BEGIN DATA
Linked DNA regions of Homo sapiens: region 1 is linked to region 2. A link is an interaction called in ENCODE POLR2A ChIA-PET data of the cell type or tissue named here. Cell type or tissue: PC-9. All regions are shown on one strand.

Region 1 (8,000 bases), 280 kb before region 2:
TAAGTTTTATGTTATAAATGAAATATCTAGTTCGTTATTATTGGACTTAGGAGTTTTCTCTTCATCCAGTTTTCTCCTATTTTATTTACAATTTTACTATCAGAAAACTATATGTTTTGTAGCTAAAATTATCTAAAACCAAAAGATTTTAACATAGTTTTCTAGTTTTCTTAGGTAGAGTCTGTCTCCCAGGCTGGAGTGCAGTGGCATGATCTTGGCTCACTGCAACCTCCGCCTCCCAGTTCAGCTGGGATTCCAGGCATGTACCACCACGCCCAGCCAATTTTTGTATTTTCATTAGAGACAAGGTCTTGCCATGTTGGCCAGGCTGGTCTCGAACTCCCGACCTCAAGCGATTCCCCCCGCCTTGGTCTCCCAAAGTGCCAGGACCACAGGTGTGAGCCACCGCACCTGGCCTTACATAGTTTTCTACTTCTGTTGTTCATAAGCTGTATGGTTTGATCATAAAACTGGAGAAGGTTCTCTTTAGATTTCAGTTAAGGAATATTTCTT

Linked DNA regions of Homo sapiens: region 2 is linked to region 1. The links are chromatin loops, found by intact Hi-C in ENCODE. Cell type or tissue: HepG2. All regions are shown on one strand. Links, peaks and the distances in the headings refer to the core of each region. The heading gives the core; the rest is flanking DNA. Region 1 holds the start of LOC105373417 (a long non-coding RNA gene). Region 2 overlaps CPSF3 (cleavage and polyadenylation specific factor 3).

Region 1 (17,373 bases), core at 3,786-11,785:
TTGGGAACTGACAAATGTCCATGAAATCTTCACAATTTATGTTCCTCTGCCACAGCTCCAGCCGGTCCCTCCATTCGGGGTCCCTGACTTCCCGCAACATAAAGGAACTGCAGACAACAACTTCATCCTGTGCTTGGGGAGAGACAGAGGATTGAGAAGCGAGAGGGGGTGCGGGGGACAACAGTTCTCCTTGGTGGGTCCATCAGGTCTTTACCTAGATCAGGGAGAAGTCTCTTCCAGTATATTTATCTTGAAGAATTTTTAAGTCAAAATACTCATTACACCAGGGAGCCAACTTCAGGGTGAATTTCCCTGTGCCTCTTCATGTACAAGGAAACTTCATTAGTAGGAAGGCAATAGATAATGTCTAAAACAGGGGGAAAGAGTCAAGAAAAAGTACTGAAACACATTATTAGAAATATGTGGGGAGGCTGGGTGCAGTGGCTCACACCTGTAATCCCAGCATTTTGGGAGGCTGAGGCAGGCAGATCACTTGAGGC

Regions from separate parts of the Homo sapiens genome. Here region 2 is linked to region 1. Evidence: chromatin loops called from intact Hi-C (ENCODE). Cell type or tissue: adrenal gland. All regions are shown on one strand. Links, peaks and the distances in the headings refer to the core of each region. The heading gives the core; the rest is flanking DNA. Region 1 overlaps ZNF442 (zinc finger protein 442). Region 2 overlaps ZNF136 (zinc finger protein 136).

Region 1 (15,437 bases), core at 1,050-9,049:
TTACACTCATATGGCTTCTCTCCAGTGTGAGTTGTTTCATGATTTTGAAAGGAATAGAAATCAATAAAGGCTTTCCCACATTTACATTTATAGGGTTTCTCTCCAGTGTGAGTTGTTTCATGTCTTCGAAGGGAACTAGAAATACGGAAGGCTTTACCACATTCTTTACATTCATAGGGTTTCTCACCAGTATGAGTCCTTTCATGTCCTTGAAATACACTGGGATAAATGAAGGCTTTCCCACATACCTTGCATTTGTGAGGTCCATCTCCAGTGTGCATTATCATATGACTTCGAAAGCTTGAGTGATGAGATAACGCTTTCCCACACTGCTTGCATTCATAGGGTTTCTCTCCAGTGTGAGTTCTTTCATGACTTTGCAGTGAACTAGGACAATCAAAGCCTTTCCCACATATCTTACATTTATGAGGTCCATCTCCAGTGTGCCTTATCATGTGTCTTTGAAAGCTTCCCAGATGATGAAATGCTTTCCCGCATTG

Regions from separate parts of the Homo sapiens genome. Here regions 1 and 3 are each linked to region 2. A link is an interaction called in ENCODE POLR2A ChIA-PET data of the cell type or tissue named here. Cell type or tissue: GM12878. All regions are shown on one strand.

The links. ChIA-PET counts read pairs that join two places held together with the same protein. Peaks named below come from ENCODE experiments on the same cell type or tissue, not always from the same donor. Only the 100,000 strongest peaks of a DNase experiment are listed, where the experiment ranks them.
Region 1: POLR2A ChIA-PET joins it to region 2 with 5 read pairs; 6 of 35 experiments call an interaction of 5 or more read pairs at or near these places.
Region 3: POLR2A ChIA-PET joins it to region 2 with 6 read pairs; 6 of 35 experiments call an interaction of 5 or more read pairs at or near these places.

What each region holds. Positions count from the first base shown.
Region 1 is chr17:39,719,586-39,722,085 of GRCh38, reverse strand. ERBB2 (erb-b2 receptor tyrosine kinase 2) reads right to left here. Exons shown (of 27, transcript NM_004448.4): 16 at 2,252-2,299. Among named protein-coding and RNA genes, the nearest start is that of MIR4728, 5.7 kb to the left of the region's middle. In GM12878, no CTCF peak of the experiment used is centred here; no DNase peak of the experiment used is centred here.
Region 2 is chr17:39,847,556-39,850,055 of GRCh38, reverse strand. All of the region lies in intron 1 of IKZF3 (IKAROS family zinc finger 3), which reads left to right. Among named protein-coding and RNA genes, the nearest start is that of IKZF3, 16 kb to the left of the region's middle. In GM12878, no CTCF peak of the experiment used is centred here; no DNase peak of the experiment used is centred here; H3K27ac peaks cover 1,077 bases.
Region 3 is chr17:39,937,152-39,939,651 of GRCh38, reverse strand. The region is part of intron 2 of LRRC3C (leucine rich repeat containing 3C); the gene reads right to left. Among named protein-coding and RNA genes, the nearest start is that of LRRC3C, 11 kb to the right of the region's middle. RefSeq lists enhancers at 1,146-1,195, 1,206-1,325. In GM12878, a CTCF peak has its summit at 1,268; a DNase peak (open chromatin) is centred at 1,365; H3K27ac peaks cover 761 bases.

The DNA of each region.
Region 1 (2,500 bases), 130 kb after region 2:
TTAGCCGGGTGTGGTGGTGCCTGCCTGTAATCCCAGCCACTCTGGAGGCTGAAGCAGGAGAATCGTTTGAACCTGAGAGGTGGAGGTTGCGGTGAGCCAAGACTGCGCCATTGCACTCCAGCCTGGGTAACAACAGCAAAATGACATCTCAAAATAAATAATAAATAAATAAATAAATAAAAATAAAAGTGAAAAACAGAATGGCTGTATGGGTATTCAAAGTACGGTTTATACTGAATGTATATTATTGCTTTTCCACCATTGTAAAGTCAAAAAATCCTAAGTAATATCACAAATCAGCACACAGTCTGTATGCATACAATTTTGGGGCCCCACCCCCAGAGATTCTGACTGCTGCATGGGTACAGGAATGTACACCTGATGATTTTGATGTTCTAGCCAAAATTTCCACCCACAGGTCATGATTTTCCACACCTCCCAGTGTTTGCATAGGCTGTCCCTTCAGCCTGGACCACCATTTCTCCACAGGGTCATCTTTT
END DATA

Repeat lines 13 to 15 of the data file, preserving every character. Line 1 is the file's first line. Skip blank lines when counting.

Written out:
Region 3: POLR2A ChIA-PET joins it to region 2 with 6 read pairs; 6 of 35 experiments call an interaction of 5 or more read pairs at or near these places.

What each region holds. Positions count from the first base shown.
Region 1 is chr17:39,719,586-39,722,085 of GRCh38, reverse strand. ERBB2 (erb-b2 receptor tyrosine kinase 2) reads right to left here. Exons shown (of 27, transcript NM_004448.4): 16 at 2,252-2,299. Among named protein-coding and RNA genes, the nearest start is that of MIR4728, 5.7 kb to the left of the region's middle. In GM12878, no CTCF peak of the experiment used is centred here; no DNase peak of the experiment used is centred here.